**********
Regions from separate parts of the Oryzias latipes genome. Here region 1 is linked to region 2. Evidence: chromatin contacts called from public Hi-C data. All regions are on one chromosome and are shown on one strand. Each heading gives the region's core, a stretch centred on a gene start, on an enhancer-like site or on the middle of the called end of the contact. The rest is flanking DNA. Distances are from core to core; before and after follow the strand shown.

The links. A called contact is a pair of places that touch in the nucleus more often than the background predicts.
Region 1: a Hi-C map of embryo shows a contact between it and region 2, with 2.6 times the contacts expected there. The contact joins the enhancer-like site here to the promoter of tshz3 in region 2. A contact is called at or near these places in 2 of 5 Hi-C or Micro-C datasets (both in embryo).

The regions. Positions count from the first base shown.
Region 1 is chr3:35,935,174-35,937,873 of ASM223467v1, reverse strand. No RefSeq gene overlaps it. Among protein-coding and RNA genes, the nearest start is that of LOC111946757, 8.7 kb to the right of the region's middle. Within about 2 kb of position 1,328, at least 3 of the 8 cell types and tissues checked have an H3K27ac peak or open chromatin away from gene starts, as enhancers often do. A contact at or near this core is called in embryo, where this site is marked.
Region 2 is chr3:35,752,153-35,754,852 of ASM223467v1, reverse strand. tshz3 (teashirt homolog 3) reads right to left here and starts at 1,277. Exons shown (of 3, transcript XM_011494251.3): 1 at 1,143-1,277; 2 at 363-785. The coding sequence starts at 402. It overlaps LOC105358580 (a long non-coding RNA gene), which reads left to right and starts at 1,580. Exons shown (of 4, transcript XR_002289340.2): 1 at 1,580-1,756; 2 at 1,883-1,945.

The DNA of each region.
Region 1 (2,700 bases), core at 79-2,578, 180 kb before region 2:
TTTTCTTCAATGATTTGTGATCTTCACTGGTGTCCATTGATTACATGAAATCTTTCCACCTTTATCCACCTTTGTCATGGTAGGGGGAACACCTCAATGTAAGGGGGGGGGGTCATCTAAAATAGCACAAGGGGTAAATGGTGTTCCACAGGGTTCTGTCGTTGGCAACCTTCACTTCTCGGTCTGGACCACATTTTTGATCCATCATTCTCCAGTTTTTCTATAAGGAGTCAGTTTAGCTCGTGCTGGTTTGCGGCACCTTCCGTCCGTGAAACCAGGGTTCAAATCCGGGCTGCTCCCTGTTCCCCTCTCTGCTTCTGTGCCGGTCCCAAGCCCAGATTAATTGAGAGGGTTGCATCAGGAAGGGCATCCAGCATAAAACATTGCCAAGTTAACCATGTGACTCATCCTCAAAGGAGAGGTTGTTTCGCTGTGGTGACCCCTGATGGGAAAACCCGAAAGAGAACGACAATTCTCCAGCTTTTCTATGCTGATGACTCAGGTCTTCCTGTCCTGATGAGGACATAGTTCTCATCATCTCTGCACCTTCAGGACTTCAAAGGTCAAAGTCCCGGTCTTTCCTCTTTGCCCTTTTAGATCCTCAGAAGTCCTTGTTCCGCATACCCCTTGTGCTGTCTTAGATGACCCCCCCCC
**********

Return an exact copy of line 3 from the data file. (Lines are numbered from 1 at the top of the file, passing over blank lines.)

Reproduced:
Region 1: a Hi-C map of embryo shows a contact between it and region 2, with 2.6 times the contacts expected there. The contact joins the enhancer-like site here to the promoter of tshz3 in region 2. A contact is called at or near these places in 2 of 5 Hi-C or Micro-C datasets (both in embryo).